Here are a few of his points:
This falls into that not-sure-how-to-classify-it category
We marvel at how people, inside and out, of Boeing and Airbus, and their supporters,
often react to news stories, analyst reports and blogs. The vitriol that often emerges in
response to some report never ceases to amaze us, and reactions within Boeing and
Airbus often demonstrate a total misunderstanding of real world workings of media,
blogs and observers.
ItÃ¢â‚¬â„¢s natural for Airbus and Boeing people to be defensive about negative news, or
anything that is perceived not to be positive. But honest, credible writers from whatever
walk of life have to be willing to discuss the good and the bad. . . .
WeÃ¢â‚¬â„¢re aware of instances in which the manufacturers have cut off writers and analysts
because of things written they did not like. We know of at least one case where efforts
were made to get the reporter fired and others in which serious attempts were made to
discredit reporters or analysts with other reporters or their bosses. Such efforts merely
reinforce the resolve of the writers and analysts to demonstrate they canÃ¢â‚¬â„¢t be intimidated.
Another friend, Richard Aboulafia, is often the target of criticism. HeÃ¢â‚¬â„¢s loathed (thatÃ¢â‚¬â„¢s the
only word for it) by pro-Airbus people who think Richard is anti-Airbus. While we think
that Richard is sometimes too harsh on Airbus and we completely disagree with his anti-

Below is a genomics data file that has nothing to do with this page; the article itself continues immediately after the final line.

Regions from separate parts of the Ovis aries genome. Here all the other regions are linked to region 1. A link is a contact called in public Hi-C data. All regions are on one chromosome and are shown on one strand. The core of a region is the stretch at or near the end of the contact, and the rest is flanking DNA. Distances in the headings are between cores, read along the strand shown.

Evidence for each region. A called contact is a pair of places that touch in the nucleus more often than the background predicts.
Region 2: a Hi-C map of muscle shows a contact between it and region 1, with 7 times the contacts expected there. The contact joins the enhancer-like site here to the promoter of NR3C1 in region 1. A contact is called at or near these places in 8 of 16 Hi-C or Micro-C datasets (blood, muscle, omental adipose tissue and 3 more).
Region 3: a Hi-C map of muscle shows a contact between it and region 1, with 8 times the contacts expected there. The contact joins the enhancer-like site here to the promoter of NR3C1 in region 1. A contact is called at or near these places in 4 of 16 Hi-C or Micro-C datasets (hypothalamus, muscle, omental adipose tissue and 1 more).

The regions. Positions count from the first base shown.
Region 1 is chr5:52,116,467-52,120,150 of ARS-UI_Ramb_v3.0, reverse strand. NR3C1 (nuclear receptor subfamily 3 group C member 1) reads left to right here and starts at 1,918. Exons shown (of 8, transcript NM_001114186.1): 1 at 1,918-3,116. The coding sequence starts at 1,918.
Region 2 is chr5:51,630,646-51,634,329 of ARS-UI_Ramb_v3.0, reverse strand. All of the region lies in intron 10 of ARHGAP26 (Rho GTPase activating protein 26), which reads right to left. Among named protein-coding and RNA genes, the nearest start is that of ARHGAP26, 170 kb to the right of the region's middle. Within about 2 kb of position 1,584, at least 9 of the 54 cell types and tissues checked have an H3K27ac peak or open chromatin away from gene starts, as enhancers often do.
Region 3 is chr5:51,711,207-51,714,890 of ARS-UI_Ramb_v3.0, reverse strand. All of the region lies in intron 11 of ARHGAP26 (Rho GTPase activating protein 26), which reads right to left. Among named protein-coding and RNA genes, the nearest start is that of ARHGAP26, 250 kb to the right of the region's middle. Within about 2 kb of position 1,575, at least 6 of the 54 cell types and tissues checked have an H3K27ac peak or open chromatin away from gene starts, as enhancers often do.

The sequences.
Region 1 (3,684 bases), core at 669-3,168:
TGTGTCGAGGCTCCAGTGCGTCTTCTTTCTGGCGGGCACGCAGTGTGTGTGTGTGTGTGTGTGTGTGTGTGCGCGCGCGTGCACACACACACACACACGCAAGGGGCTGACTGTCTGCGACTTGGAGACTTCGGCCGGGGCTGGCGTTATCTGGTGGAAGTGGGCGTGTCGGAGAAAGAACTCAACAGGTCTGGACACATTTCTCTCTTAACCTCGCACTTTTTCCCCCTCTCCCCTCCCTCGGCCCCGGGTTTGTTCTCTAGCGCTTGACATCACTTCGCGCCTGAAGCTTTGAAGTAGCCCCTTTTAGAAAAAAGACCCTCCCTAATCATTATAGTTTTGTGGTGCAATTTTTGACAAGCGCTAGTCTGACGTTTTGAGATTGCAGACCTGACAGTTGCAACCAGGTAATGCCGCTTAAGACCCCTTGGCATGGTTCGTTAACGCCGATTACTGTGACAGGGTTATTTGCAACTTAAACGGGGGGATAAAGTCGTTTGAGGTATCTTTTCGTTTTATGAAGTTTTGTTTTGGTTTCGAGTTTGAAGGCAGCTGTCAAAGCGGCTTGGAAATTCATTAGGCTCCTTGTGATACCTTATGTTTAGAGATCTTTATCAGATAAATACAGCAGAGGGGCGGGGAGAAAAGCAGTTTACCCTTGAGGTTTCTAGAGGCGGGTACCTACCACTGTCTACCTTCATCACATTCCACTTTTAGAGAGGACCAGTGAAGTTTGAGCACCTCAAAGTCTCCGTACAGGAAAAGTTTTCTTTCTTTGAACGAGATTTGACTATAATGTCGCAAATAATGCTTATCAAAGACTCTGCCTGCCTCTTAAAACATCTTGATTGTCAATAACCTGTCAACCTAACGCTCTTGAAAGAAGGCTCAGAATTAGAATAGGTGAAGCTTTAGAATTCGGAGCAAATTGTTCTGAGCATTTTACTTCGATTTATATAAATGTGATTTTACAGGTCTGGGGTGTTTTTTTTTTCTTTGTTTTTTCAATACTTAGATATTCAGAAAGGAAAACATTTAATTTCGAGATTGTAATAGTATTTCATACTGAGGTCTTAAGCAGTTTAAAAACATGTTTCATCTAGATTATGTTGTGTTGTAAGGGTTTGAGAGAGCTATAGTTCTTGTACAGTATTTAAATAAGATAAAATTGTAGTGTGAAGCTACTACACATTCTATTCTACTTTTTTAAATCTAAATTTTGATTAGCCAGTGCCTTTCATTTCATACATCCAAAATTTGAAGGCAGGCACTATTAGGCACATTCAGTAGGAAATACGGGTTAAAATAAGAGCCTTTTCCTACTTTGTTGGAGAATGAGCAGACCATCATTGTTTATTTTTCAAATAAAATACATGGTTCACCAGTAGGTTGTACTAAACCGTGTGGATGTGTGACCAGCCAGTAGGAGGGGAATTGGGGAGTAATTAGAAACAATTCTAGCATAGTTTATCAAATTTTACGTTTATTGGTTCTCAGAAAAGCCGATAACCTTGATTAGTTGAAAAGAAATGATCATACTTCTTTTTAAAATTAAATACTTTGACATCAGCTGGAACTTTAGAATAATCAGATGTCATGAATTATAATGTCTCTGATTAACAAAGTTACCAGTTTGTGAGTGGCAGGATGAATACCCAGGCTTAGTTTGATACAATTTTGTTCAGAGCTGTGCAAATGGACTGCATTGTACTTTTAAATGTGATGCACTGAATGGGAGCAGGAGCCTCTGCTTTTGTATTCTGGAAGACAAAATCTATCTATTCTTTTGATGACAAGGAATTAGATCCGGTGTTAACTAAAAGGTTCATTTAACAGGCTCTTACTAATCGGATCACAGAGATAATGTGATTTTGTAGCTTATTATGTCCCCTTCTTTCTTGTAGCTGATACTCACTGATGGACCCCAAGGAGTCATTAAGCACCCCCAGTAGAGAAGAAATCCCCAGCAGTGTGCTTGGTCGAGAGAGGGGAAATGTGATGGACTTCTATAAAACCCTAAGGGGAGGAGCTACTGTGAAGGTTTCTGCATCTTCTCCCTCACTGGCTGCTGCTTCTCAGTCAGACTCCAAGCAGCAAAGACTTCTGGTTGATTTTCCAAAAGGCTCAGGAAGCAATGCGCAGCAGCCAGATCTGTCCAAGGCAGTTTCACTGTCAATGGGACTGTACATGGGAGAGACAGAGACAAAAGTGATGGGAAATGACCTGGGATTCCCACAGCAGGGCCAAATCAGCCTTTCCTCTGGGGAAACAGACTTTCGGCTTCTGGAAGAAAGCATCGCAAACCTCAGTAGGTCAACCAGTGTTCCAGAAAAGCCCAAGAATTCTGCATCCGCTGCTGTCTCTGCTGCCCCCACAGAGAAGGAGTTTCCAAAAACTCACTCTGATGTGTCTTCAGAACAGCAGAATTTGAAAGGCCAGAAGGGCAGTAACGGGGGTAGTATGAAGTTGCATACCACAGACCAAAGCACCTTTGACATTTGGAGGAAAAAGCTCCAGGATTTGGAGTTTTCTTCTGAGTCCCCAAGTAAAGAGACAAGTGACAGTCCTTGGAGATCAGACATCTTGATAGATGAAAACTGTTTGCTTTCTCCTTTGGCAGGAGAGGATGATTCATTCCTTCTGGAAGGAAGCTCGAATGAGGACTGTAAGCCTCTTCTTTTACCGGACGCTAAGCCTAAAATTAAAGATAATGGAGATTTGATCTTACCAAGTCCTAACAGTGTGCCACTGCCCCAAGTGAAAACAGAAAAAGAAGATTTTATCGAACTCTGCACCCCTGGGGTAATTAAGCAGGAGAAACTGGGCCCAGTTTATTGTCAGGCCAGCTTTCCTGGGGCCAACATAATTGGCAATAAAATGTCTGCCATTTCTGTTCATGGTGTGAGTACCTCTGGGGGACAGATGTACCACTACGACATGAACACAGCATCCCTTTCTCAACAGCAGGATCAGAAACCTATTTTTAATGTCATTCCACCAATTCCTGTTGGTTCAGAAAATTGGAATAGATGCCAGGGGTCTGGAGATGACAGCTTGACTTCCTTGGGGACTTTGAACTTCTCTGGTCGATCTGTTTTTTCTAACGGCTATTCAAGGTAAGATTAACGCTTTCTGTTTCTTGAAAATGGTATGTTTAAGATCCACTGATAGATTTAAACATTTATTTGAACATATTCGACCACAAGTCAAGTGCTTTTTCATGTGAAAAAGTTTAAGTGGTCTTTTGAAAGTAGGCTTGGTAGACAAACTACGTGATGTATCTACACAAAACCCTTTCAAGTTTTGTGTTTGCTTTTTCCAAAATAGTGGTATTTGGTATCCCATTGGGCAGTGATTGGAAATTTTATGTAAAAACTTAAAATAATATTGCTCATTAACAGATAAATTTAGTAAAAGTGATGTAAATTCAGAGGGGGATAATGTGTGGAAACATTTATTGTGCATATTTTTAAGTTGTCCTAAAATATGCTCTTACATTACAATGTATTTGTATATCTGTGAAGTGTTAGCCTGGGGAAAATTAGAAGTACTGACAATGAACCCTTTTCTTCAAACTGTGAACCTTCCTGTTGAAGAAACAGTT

A380 position, his observations are on the whole have little to quibble with in our view.
We engage a good-natured tit-for-tat debate over the A380 and related issues that we both
enjoy even if we go away thinking the other guy is nutty.
Although Richard is viewed as in BoeingÃ¢â‚¬â„¢s pocket, he was very critical of BoeingÃ¢â‚¬â„¢s
miserly research and development funding from 1997-2003, the lack of strategy and
incompetent management under Phil Condit. People forget those days (just as they ignore
our hammering Airbus during the A380/A350 mess or asking the question of ILFCÃ¢â‚¬â„¢s
Steve Hazy that blew up the A350 program as it then existed).
It just happens to be BoeingÃ¢â‚¬â„¢s turn back on the hot seat now, but this, too, shall pass.
Once the 787 enters service and certainty is forthcoming over the 747-8 and 777F
programs, all will be forgotten. The airplanes will be great products.
There's much more, but you'll have to read the entire commentary. I just thought it was a remarkably candid account of the difficulties of covering this business and being in the middle where everyone can take their shots at you. Sounds like the frustration isn't merely confined to a.net!